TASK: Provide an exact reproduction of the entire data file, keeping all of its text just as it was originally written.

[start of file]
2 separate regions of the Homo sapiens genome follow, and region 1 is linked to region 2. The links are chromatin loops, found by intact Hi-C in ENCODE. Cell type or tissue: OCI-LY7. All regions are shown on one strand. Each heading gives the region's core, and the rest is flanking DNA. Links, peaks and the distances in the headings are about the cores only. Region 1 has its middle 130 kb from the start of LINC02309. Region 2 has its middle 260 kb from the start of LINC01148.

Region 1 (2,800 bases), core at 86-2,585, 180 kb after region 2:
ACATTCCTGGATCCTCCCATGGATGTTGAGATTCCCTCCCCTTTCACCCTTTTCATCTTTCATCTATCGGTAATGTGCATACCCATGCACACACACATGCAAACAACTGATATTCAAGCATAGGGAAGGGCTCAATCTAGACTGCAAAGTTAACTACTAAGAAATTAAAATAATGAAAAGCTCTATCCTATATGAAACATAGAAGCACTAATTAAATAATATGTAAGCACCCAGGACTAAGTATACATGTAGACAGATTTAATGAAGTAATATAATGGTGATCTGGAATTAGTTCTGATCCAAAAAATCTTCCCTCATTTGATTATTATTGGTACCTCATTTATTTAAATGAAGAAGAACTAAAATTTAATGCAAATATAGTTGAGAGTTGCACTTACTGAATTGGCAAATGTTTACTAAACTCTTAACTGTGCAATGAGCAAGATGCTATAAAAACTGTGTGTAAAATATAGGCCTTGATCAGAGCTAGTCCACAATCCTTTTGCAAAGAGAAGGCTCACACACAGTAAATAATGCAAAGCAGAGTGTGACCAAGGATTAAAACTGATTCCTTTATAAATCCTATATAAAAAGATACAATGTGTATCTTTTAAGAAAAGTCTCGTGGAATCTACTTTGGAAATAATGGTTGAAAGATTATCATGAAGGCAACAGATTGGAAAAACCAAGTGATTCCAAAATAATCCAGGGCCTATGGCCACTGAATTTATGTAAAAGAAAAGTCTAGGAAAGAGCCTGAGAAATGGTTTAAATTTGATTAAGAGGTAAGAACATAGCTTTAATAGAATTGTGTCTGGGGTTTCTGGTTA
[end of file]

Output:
2 separate regions of the Homo sapiens genome follow, and region 1 is linked to region 2. The links are chromatin loops, found by intact Hi-C in ENCODE. Cell type or tissue: OCI-LY7. All regions are shown on one strand. Each heading gives the region's core, and the rest is flanking DNA. Links, peaks and the distances in the headings are about the cores only. Region 1 has its middle 130 kb from the start of LINC02309. Region 2 has its middle 260 kb from the start of LINC01148.

Region 1 (2,800 bases), core at 86-2,585, 180 kb after region 2:
ACATTCCTGGATCCTCCCATGGATGTTGAGATTCCCTCCCCTTTCACCCTTTTCATCTTTCATCTATCGGTAATGTGCATACCCATGCACACACACATGCAAACAACTGATATTCAAGCATAGGGAAGGGCTCAATCTAGACTGCAAAGTTAACTACTAAGAAATTAAAATAATGAAAAGCTCTATCCTATATGAAACATAGAAGCACTAATTAAATAATATGTAAGCACCCAGGACTAAGTATACATGTAGACAGATTTAATGAAGTAATATAATGGTGATCTGGAATTAGTTCTGATCCAAAAAATCTTCCCTCATTTGATTATTATTGGTACCTCATTTATTTAAATGAAGAAGAACTAAAATTTAATGCAAATATAGTTGAGAGTTGCACTTACTGAATTGGCAAATGTTTACTAAACTCTTAACTGTGCAATGAGCAAGATGCTATAAAAACTGTGTGTAAAATATAGGCCTTGATCAGAGCTAGTCCACAATCCTTTTGCAAAGAGAAGGCTCACACACAGTAAATAATGCAAAGCAGAGTGTGACCAAGGATTAAAACTGATTCCTTTATAAATCCTATATAAAAAGATACAATGTGTATCTTTTAAGAAAAGTCTCGTGGAATCTACTTTGGAAATAATGGTTGAAAGATTATCATGAAGGCAACAGATTGGAAAAACCAAGTGATTCCAAAATAATCCAGGGCCTATGGCCACTGAATTTATGTAAAAGAAAAGTCTAGGAAAGAGCCTGAGAAATGGTTTAAATTTGATTAAGAGGTAAGAACATAGCTTTAATAGAATTGTGTCTGGGGTTTCTGGTTA